Colorado home to continent’s first cloned endangered species

Meet Elizabeth Ann,  the first-ever cloned black-footed ferret, created from the frozen cells...
Meet Elizabeth Ann, the first-ever cloned black-footed ferret, created from the frozen cells of a ferret that died more than 30 years ago.(U.S. Fish and Wildlife Service)
Published: Feb. 28, 2021 at 9:33 PM MST
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DENVER, Colo. (KKTV) - The United States used to be home to thousands of black-footed ferrets but that is no longer the case.

The species was thought to be extinct until 1981, when some were found in Wyoming. Since then, conservation efforts have been in full swing as scientists try to save the species and Colorado is playing a role in that.

Elizabeth Anne is a black-footed ferret kit. She is very cute, but equally important. Some are even referring to her as a scientific breakthrough.

She may only be 75 days old, but she is decades in the making.

“She was an original animal from the last wild population found in Wyoming in the 1980s,” said Pete Gober, a black-footed ferret recovery coordinator.

This is the first cloning of a native endangered species in North America. Gober told 11 News it all started when tissue from her body was stored frozen at the San Diego Zoo. DNA was then taken from that tissue, and put into a domestic ferret’s egg.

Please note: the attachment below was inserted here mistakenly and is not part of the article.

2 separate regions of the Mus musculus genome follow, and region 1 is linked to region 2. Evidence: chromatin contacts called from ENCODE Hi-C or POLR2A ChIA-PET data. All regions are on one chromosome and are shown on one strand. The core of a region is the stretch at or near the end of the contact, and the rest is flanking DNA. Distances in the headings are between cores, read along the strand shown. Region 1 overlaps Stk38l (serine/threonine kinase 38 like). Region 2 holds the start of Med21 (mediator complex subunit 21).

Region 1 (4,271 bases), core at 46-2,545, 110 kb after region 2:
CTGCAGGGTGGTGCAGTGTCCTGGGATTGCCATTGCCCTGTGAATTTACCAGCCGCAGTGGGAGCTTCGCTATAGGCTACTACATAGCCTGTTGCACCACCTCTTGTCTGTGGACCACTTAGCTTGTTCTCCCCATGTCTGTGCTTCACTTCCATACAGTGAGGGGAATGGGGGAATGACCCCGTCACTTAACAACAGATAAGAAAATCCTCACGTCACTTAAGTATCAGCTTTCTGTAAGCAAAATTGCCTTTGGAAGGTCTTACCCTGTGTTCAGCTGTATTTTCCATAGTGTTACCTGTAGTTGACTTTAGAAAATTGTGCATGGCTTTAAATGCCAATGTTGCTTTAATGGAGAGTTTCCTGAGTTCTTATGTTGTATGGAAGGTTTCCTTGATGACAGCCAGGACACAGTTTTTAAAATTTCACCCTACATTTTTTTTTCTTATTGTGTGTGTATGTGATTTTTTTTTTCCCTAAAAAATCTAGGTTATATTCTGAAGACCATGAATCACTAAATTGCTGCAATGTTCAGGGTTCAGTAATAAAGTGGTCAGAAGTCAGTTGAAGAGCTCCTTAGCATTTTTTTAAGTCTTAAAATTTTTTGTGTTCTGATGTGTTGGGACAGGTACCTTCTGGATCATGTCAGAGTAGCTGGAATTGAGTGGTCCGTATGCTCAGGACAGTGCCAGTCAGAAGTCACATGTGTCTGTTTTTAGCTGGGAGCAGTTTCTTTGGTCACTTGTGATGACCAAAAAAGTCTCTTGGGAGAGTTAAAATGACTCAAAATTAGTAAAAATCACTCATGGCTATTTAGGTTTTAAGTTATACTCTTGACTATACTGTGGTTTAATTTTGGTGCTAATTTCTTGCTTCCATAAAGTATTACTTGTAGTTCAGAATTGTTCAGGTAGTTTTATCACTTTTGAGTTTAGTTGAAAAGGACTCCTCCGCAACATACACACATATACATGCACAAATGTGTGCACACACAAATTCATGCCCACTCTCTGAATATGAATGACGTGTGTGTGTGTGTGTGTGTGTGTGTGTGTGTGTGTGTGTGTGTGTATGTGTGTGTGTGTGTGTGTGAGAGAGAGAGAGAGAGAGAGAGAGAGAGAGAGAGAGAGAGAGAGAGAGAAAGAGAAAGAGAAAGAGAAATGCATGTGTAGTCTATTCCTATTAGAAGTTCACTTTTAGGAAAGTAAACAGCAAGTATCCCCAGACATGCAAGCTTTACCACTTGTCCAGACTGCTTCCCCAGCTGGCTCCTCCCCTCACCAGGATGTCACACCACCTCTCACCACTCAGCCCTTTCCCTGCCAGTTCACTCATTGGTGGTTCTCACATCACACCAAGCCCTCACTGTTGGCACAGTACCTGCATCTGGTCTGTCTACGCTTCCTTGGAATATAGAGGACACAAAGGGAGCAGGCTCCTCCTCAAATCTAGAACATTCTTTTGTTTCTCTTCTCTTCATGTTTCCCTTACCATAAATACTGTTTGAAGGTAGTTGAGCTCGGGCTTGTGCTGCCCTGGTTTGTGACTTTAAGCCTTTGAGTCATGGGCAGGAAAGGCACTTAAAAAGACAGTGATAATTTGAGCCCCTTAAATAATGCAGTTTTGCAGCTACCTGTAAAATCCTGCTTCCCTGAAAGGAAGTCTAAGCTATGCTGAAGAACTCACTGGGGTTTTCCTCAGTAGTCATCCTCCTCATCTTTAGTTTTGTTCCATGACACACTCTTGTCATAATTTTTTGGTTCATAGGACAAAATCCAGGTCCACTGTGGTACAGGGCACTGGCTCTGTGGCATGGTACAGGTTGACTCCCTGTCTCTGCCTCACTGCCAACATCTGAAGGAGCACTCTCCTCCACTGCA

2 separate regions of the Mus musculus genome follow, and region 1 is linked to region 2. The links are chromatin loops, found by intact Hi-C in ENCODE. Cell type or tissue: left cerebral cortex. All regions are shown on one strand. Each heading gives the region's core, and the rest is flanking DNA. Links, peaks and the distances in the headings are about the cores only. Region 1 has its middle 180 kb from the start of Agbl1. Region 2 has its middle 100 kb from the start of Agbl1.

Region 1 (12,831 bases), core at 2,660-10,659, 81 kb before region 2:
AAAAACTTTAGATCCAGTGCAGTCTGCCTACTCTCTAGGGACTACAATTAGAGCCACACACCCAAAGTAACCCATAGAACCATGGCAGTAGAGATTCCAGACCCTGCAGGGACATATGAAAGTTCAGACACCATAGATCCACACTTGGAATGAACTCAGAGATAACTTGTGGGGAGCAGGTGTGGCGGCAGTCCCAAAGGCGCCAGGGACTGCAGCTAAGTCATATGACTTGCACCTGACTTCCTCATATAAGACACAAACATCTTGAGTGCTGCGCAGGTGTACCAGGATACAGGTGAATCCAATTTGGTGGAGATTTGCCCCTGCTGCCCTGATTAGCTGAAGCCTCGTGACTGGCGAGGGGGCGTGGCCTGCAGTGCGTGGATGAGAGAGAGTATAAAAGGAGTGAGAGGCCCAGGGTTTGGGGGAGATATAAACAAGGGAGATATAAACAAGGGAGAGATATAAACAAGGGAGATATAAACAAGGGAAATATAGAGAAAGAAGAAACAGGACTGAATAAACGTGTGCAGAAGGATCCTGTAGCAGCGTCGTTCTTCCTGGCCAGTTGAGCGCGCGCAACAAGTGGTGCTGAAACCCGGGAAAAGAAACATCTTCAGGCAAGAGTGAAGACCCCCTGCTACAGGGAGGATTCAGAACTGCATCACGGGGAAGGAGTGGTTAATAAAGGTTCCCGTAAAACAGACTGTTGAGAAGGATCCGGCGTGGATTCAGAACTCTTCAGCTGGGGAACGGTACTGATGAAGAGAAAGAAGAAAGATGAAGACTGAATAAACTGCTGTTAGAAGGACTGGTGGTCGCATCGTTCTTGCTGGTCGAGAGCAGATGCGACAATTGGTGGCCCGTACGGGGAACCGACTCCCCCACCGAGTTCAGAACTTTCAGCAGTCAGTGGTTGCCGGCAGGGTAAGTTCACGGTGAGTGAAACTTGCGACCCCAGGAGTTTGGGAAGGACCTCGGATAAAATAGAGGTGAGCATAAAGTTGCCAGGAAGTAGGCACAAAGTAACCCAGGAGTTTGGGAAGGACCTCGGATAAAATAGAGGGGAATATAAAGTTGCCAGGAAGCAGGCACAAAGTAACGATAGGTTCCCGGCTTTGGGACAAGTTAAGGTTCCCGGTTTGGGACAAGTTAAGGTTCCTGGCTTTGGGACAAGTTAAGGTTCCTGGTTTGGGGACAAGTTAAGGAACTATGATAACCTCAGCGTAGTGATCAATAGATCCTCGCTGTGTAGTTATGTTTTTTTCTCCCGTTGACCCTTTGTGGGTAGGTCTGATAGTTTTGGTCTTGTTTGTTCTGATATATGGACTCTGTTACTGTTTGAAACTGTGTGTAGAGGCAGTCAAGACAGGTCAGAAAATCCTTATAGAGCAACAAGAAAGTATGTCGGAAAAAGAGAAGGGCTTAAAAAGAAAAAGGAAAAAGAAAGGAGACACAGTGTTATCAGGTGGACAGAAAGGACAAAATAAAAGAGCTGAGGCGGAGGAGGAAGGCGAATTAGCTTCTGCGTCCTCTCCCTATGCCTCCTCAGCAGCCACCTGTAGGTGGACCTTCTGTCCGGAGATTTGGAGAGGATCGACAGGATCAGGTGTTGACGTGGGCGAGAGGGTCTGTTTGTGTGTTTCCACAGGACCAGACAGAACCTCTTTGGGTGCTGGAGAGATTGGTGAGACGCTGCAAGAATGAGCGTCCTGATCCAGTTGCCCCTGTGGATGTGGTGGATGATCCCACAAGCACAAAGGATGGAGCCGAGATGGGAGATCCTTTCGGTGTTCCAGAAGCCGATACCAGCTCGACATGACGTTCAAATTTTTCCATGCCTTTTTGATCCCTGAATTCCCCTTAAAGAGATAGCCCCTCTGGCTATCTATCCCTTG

“Then that egg was implanted in the surrogate animal,” he continued.

That’s where Colorado comes in.

“That animal was transported halfway across the country, back to Colorado to be born at the National Black-Footed Ferret Conservation Center,” he said.

Right now, all 300 black-footed ferrets are descended from only seven individuals. That causes some genetic challenges during breeding. Elizabeth Anne adds a valuable eighth genetic line to that equation and could pave the way for other animals on the brink of extinction.

“Working with cloning technology with endangered species is just another step in many steps to recovering species,” Gober said.

He adds not all endangered species have a habitat to go back to, but there’s still a home for ferrets here in our region.

“So this is a pretty cool and endangered species in that all the partners can look forward to doing their part of the job and actually getting the animals back in the wild, because there’s a place for them to go.”

Elizabeth Anne will not be released in the wild. Right now scientists are studying her and others carefully so when they do go back into the world -- there won’t be any unintended consequences.

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